The view that properties have their causal powers essentially, which I will here call property essentialism, has advocates in Chris Swoyer,[1] Sydney Shoemaker [2], Alan Chalmers [3], Brian Ellis [4] and Caroline Lierse [5], among a few other authors in recent literature. I am partial to this view as well and I will shortly explain the grounds I find compelling in favor of it. However, we will also see that the essentialist view of properties and laws does not adequately (...)
     
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  19.  11
    Rudolf Hilferding: The Tragedy of a German Social Democrat William Smaldone DeKalb: Northern Illinois University Press, 1998 Rudolf Hilferding: The Theory and Politics of Democratic Socialism.F. Peter Wagner & Chris Harman - 2004 - Historical Materialism 12 (3):315-331.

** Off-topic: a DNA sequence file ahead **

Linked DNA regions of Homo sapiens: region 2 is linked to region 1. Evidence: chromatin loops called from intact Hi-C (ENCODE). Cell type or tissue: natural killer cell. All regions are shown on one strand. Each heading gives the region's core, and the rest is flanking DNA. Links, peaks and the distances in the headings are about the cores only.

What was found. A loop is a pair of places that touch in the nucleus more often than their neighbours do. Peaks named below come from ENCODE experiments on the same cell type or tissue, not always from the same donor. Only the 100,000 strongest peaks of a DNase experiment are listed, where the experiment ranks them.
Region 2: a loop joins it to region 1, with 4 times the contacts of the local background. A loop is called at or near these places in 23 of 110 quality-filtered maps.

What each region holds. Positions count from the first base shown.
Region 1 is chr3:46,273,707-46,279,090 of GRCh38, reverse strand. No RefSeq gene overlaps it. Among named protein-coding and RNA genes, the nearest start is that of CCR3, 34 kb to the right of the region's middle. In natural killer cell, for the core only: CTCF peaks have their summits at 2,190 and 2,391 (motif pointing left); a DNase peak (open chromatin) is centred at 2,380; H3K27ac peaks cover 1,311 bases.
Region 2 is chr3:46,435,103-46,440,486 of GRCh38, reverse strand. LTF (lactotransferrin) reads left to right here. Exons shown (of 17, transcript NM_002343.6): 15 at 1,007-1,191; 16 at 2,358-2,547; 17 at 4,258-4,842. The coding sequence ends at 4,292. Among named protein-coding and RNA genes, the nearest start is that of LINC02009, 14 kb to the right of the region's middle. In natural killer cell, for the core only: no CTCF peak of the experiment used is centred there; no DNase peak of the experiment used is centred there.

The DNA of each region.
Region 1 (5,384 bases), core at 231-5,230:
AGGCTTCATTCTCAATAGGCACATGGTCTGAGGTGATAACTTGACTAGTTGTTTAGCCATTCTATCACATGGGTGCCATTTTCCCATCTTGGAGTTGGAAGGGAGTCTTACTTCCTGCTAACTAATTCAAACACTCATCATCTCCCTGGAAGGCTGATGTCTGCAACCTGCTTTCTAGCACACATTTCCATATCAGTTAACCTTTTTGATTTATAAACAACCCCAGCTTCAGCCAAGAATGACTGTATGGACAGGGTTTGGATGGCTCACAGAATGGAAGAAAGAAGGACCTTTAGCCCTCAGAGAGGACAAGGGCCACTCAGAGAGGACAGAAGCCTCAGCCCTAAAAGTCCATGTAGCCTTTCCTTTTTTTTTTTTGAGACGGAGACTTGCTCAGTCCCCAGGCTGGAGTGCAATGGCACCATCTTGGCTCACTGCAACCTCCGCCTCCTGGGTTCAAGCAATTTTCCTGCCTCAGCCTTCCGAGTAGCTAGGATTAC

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  20.  15
    William Carlos Williams Poetry Winners.Nitin K. Ahuja, Christina Crumpecker & Chris Marett - 2010 - Journal of Medical Humanities 31 (4):319-320.
  21.  6
    Logicism and Principia Mathematica_ [Review of William Demopoulos, _Logicism and Its Philosophical Legacy[REVIEW]Chris Pincock - 2015 - Russell: The Journal of Bertrand Russell Studies 35 (1).
  22.  11
    On William Smaldone's Rudolf Hilferding: The Tragedy of a German Social Democrat and F. Peter Wagner's Rudolf Hilferding: The Theory and Politics of Democratic Socialism.Chris Harman - 2004 - Historical Materialism 12 (3):315-331.
  23. Education as the Power of Independent Thought [Review of Chris Shute, Bertrand Russell: "Education as the Power of Independent Thought"].William Bruneau - 2003 - Russell: The Journal of Bertrand Russell Studies 23 (1).